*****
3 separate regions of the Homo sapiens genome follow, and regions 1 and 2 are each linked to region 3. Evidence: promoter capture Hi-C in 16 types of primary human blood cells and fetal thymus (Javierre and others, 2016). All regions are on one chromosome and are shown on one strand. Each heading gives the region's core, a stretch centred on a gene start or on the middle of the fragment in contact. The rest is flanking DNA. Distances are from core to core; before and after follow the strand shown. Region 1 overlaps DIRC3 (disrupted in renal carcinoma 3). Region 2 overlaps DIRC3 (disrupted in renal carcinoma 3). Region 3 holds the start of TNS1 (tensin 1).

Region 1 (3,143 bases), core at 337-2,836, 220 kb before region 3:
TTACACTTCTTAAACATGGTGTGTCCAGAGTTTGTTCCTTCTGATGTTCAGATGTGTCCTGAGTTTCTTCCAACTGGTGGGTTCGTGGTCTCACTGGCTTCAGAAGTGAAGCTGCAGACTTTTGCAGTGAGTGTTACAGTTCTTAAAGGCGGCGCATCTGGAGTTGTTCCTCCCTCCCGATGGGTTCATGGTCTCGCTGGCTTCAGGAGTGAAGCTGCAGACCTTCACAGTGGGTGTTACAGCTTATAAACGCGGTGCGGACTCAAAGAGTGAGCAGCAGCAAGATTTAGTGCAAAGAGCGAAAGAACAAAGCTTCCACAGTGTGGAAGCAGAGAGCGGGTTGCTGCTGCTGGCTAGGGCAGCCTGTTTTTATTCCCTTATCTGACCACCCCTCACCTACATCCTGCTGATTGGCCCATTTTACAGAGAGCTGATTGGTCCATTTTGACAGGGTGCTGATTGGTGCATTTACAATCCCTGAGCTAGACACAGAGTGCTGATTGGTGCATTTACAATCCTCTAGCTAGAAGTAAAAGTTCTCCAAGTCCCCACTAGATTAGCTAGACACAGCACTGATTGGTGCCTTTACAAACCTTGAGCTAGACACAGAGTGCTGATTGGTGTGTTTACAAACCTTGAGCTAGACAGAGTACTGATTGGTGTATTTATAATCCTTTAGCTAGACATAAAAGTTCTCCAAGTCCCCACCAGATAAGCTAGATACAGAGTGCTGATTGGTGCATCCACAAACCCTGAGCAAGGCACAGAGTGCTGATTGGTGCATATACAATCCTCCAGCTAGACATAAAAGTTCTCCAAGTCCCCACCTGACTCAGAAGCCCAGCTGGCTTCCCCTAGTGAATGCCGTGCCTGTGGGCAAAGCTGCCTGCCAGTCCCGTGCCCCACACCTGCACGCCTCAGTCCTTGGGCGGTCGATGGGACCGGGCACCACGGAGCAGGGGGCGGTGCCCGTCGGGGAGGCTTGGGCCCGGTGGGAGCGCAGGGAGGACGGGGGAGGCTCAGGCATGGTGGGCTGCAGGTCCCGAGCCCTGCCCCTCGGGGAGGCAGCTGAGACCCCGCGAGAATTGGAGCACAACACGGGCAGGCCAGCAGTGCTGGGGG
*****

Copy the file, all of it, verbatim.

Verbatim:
3 separate regions of the Homo sapiens genome follow, and regions 1 and 2 are each linked to region 3. Evidence: promoter capture Hi-C in 16 types of primary human blood cells and fetal thymus (Javierre and others, 2016). All regions are on one chromosome and are shown on one strand. Each heading gives the region's core, a stretch centred on a gene start or on the middle of the fragment in contact. The rest is flanking DNA. Distances are from core to core; before and after follow the strand shown. Region 1 overlaps DIRC3 (disrupted in renal carcinoma 3). Region 2 overlaps DIRC3 (disrupted in renal carcinoma 3). Region 3 holds the start of TNS1 (tensin 1).

Region 1 (3,143 bases), core at 337-2,836, 220 kb before region 3:
TTACACTTCTTAAACATGGTGTGTCCAGAGTTTGTTCCTTCTGATGTTCAGATGTGTCCTGAGTTTCTTCCAACTGGTGGGTTCGTGGTCTCACTGGCTTCAGAAGTGAAGCTGCAGACTTTTGCAGTGAGTGTTACAGTTCTTAAAGGCGGCGCATCTGGAGTTGTTCCTCCCTCCCGATGGGTTCATGGTCTCGCTGGCTTCAGGAGTGAAGCTGCAGACCTTCACAGTGGGTGTTACAGCTTATAAACGCGGTGCGGACTCAAAGAGTGAGCAGCAGCAAGATTTAGTGCAAAGAGCGAAAGAACAAAGCTTCCACAGTGTGGAAGCAGAGAGCGGGTTGCTGCTGCTGGCTAGGGCAGCCTGTTTTTATTCCCTTATCTGACCACCCCTCACCTACATCCTGCTGATTGGCCCATTTTACAGAGAGCTGATTGGTCCATTTTGACAGGGTGCTGATTGGTGCATTTACAATCCCTGAGCTAGACACAGAGTGCTGATTGGTGCATTTACAATCCTCTAGCTAGAAGTAAAAGTTCTCCAAGTCCCCACTAGATTAGCTAGACACAGCACTGATTGGTGCCTTTACAAACCTTGAGCTAGACACAGAGTGCTGATTGGTGTGTTTACAAACCTTGAGCTAGACAGAGTACTGATTGGTGTATTTATAATCCTTTAGCTAGACATAAAAGTTCTCCAAGTCCCCACCAGATAAGCTAGATACAGAGTGCTGATTGGTGCATCCACAAACCCTGAGCAAGGCACAGAGTGCTGATTGGTGCATATACAATCCTCCAGCTAGACATAAAAGTTCTCCAAGTCCCCACCTGACTCAGAAGCCCAGCTGGCTTCCCCTAGTGAATGCCGTGCCTGTGGGCAAAGCTGCCTGCCAGTCCCGTGCCCCACACCTGCACGCCTCAGTCCTTGGGCGGTCGATGGGACCGGGCACCACGGAGCAGGGGGCGGTGCCCGTCGGGGAGGCTTGGGCCCGGTGGGAGCGCAGGGAGGACGGGGGAGGCTCAGGCATGGTGGGCTGCAGGTCCCGAGCCCTGCCCCTCGGGGAGGCAGCTGAGACCCCGCGAGAATTGGAGCACAACACGGGCAGGCCAGCAGTGCTGGGGG